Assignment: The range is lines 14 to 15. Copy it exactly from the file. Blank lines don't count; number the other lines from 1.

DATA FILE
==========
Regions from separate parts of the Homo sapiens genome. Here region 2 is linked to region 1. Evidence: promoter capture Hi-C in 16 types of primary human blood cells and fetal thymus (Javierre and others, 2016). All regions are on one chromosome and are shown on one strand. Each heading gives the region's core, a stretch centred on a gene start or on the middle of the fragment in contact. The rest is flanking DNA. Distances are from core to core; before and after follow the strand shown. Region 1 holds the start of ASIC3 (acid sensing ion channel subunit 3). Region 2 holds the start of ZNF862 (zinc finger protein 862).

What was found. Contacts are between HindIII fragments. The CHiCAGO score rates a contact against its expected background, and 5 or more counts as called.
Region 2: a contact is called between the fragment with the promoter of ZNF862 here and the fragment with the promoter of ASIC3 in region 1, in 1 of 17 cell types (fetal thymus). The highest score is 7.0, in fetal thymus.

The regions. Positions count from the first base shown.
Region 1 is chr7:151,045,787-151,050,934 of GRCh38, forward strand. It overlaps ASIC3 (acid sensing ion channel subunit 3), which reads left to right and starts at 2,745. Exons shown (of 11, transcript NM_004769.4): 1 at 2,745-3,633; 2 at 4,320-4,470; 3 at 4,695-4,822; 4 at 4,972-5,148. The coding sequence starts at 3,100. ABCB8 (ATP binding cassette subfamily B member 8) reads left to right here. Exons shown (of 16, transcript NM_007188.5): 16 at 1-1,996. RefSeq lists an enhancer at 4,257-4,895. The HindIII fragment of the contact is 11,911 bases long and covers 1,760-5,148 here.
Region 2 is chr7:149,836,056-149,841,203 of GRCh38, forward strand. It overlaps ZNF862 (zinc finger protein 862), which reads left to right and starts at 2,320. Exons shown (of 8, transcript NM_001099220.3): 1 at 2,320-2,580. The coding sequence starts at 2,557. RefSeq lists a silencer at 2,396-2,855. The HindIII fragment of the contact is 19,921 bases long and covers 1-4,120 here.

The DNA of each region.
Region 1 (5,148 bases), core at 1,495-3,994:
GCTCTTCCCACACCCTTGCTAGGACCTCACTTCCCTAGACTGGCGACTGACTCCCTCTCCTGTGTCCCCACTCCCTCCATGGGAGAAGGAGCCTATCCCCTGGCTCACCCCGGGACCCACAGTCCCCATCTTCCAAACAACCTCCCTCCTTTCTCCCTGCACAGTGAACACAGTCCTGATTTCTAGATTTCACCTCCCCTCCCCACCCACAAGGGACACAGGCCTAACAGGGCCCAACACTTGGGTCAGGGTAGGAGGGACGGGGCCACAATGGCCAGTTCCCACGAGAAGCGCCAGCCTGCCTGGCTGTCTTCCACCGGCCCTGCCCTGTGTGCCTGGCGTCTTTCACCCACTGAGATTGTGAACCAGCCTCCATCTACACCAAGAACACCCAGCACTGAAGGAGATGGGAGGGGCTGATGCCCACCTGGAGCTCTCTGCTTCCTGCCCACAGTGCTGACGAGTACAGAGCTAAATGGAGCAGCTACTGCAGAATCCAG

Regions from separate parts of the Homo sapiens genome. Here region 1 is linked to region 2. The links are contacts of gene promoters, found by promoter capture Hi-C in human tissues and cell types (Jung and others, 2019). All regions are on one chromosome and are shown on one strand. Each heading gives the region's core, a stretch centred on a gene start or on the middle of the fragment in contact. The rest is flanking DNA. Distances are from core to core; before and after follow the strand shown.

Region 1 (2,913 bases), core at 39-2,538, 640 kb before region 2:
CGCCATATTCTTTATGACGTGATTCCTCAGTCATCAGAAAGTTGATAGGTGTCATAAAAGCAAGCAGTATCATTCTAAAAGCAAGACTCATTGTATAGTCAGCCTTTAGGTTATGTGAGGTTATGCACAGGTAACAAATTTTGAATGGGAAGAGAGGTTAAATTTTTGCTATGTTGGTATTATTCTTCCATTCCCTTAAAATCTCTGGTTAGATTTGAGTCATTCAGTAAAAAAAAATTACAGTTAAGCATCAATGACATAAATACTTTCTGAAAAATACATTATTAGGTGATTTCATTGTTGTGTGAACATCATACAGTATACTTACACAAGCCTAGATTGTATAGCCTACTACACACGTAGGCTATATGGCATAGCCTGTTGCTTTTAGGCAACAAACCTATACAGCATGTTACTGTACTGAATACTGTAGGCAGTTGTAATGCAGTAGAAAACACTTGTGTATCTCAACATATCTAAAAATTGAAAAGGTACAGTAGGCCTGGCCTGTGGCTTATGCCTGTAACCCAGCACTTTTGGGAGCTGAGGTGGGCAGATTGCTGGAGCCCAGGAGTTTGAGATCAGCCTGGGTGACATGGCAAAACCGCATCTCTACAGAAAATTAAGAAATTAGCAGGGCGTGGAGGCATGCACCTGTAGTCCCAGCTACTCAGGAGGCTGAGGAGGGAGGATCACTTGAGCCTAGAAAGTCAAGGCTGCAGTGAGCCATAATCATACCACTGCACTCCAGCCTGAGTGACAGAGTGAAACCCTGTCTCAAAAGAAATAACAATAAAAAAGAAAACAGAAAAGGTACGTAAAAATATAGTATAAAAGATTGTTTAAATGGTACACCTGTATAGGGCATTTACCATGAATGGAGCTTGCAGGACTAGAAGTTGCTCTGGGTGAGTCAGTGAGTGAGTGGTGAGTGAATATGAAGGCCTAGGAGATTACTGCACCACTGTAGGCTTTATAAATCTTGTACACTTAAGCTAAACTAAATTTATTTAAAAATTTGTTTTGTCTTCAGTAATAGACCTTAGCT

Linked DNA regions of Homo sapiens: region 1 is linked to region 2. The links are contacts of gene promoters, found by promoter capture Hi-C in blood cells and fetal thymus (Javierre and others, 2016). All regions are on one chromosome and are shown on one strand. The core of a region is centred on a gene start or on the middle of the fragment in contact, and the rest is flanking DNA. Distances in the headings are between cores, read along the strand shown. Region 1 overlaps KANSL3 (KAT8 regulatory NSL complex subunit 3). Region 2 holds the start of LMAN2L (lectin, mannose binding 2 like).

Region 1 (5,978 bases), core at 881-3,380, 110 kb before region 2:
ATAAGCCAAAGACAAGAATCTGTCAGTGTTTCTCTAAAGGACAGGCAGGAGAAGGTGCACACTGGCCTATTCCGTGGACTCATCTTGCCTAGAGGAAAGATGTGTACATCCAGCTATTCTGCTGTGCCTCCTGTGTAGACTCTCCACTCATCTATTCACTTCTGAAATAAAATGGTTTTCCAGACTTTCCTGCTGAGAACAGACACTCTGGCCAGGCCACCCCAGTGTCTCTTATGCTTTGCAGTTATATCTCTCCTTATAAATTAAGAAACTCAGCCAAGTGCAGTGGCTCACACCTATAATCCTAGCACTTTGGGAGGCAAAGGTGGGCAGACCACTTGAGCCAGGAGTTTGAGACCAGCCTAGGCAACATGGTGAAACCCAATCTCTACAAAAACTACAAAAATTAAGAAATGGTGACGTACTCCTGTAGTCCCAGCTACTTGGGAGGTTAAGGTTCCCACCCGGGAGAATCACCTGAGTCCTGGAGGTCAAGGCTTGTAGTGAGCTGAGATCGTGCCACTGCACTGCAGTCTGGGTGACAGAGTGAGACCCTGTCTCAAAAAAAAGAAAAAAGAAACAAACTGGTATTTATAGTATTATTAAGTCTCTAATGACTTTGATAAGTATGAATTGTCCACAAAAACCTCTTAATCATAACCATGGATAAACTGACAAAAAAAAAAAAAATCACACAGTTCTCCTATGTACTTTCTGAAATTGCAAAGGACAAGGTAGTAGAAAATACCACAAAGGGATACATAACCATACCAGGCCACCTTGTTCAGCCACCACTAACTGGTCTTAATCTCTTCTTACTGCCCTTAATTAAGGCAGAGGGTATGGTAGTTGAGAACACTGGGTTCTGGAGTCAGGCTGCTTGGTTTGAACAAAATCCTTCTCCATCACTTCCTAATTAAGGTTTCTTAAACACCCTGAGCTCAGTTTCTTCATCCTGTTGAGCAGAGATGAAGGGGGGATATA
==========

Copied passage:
Region 1 (5,978 bases), core at 881-3,380, 110 kb before region 2:
ATAAGCCAAAGACAAGAATCTGTCAGTGTTTCTCTAAAGGACAGGCAGGAGAAGGTGCACACTGGCCTATTCCGTGGACTCATCTTGCCTAGAGGAAAGATGTGTACATCCAGCTATTCTGCTGTGCCTCCTGTGTAGACTCTCCACTCATCTATTCACTTCTGAAATAAAATGGTTTTCCAGACTTTCCTGCTGAGAACAGACACTCTGGCCAGGCCACCCCAGTGTCTCTTATGCTTTGCAGTTATATCTCTCCTTATAAATTAAGAAACTCAGCCAAGTGCAGTGGCTCACACCTATAATCCTAGCACTTTGGGAGGCAAAGGTGGGCAGACCACTTGAGCCAGGAGTTTGAGACCAGCCTAGGCAACATGGTGAAACCCAATCTCTACAAAAACTACAAAAATTAAGAAATGGTGACGTACTCCTGTAGTCCCAGCTACTTGGGAGGTTAAGGTTCCCACCCGGGAGAATCACCTGAGTCCTGGAGGTCAAGGCTTGTAGTGAGCTGAGATCGTGCCACTGCACTGCAGTCTGGGTGACAGAGTGAGACCCTGTCTCAAAAAAAAGAAAAAAGAAACAAACTGGTATTTATAGTATTATTAAGTCTCTAATGACTTTGATAAGTATGAATTGTCCACAAAAACCTCTTAATCATAACCATGGATAAACTGACAAAAAAAAAAAAAATCACACAGTTCTCCTATGTACTTTCTGAAATTGCAAAGGACAAGGTAGTAGAAAATACCACAAAGGGATACATAACCATACCAGGCCACCTTGTTCAGCCACCACTAACTGGTCTTAATCTCTTCTTACTGCCCTTAATTAAGGCAGAGGGTATGGTAGTTGAGAACACTGGGTTCTGGAGTCAGGCTGCTTGGTTTGAACAAAATCCTTCTCCATCACTTCCTAATTAAGGTTTCTTAAACACCCTGAGCTCAGTTTCTTCATCCTGTTGAGCAGAGATGAAGGGGGGATATA